Secretary of State Hillary Rodham Clinton said on Friday that the proposals offered by the Israeli government to ease a diplomatic row with the United States were "useful and productive," and that the Obama administration would continue talks in Jerusalem and Washington.
Neither side has characterized the steps outlined in a call Thursday night to Mrs. Clinton by Prime Minister Benjamin Netanyahu. But Mrs. Clinton’s response signaled the United States was eager to lower the temperature in a dispute that began two weeks ago, after Israel announced a housing plan for Jews in East Jerusalem during a visit by Vice President Joseph R. Biden Jr, according to a report in The New York Times.
According to The Wall Street Journal, the Quartet—which brings together the U.S., Russia, the European Union and United Nations to promote Mideast peace—also called for the formation of a Palestinian state within two years, appearing to endorse for the first time a similar timeframe put forward by the Palestinian leadership.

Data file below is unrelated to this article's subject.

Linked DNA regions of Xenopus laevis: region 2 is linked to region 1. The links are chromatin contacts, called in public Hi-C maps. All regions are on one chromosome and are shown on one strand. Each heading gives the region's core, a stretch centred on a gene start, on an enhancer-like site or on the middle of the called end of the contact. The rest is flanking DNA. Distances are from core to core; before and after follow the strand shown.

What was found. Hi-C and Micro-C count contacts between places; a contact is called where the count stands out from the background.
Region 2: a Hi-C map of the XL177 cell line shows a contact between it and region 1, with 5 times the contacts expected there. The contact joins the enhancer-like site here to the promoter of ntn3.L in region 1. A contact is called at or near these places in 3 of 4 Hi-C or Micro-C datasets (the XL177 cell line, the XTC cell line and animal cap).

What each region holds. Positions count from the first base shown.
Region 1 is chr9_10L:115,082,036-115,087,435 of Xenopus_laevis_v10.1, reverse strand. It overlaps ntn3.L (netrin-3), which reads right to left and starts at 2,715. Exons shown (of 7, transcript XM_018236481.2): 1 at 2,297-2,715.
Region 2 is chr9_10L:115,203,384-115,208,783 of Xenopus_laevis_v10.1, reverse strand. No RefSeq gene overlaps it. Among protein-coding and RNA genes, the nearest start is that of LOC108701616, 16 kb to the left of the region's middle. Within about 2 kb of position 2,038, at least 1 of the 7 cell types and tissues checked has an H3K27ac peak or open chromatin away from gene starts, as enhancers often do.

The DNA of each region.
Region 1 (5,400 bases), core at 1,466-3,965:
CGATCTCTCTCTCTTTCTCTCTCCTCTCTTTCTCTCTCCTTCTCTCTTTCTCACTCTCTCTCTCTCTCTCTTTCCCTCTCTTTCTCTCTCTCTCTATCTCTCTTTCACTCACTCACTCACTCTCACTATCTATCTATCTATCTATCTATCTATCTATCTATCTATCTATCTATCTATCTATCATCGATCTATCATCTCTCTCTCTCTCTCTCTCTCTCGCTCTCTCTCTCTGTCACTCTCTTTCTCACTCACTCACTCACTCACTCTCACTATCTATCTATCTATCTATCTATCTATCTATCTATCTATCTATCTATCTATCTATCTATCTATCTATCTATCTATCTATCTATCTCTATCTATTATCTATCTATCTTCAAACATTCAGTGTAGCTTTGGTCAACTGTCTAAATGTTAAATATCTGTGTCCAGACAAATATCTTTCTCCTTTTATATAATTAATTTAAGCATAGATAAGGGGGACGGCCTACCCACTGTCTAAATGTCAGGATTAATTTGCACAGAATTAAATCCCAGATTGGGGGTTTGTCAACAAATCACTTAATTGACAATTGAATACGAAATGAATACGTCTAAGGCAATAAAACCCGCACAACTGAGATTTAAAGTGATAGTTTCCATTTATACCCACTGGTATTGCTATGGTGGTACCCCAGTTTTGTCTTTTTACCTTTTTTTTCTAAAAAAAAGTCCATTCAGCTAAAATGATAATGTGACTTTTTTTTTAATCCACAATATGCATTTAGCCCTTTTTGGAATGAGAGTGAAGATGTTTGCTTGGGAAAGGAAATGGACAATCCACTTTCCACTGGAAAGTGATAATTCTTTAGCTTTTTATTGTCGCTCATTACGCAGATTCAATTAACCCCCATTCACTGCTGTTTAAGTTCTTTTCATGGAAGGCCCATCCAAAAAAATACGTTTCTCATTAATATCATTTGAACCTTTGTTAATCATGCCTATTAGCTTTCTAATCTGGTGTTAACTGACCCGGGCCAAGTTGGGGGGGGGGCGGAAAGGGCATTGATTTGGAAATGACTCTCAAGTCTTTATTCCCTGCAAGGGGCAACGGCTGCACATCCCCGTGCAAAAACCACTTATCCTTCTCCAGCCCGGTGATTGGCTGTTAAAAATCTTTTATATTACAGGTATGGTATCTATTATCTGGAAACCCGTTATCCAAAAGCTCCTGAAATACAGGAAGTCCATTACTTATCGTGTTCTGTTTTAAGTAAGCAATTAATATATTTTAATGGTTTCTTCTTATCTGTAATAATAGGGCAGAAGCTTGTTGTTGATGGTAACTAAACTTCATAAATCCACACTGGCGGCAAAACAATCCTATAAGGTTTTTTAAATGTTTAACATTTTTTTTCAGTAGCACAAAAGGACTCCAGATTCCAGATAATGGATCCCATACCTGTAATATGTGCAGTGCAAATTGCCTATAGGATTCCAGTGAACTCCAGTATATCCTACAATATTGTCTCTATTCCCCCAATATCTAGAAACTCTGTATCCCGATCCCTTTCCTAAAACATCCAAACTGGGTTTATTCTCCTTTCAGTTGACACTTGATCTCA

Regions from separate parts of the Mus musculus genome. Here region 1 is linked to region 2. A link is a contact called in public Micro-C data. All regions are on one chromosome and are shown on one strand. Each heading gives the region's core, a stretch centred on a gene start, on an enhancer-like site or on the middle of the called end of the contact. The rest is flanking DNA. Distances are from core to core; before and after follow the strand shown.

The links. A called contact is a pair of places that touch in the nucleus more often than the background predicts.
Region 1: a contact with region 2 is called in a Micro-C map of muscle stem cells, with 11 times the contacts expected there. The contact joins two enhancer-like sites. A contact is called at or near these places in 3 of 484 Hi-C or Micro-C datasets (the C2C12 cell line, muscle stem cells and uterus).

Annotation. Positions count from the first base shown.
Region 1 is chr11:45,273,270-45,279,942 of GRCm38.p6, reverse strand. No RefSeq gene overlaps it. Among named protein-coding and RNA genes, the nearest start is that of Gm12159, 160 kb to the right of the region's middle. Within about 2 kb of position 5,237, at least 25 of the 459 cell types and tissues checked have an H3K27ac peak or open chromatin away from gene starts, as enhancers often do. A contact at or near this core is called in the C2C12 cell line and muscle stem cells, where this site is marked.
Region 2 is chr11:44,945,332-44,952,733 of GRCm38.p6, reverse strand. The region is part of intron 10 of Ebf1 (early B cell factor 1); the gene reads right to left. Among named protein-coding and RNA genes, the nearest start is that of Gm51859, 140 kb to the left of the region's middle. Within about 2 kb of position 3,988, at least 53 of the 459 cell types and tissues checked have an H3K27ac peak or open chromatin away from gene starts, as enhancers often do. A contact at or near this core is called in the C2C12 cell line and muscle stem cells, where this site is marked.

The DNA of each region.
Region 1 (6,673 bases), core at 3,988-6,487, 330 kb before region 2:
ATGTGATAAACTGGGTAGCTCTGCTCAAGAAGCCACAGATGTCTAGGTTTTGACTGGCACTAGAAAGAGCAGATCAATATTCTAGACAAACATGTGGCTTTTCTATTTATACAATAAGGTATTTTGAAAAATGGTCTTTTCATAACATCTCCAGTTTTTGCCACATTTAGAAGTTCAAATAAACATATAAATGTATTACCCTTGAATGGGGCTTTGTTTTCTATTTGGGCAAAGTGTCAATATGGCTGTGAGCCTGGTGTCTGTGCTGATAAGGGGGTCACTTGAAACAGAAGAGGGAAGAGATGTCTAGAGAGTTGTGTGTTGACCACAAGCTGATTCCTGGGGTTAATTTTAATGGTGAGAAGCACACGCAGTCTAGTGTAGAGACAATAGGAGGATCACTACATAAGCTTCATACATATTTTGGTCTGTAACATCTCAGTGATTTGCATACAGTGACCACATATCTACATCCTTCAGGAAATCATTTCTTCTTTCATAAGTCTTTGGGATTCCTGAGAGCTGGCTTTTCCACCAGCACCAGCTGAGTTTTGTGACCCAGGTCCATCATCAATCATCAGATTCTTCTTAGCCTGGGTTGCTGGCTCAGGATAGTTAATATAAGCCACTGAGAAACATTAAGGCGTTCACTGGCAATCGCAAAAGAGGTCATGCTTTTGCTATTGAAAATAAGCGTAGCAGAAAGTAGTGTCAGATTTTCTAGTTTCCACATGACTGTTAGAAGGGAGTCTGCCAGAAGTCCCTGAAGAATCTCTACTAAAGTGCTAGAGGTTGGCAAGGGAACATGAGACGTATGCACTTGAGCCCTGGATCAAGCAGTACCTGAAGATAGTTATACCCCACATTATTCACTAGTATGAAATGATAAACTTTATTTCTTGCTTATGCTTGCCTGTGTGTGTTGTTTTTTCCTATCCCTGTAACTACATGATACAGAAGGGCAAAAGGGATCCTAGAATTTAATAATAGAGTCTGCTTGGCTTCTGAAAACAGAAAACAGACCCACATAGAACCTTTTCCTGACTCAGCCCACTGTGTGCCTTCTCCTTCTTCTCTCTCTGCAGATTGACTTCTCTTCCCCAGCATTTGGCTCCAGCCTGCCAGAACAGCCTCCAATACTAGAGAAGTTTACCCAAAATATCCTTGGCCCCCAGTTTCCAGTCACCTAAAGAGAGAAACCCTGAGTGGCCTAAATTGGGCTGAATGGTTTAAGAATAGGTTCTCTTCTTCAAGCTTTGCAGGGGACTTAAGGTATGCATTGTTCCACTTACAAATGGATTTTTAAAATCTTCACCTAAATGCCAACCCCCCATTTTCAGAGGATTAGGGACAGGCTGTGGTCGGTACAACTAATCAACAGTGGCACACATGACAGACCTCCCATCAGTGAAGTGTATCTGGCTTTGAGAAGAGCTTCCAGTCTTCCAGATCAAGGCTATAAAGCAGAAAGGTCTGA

The Quartet's leadership stressed in Moscow on Friday its continued goal of bringing Israel into direct peace negotiations with the Palestinians, with the intention of creating an independent Palestinian state.
The Israeli government's announcement last week that it was sanctioning the building of 1,600 new Jewish homes in East Jerusalem has fueled the sharpest diplomatic feud between the U.S. and Israel in decades. Israel made its announcement during the visit to Jerusalem of U.S. Vice President Joe Biden, fueling U.S. claims that Mr. Netanyahu's government sought to publicly defy the Obama administration on the building issue.
The international Quartet of Middle East peace mediators has called on Israel to freeze all settlement activity. UN Secretary General Ban Ki-moon said Israeli-Palestinian talks should lead to a peace agreement within 24 months.
Senior US, EU and Russian officials have met Mr Ban in Moscow to try to push forward the stalled talks, BBC News reports.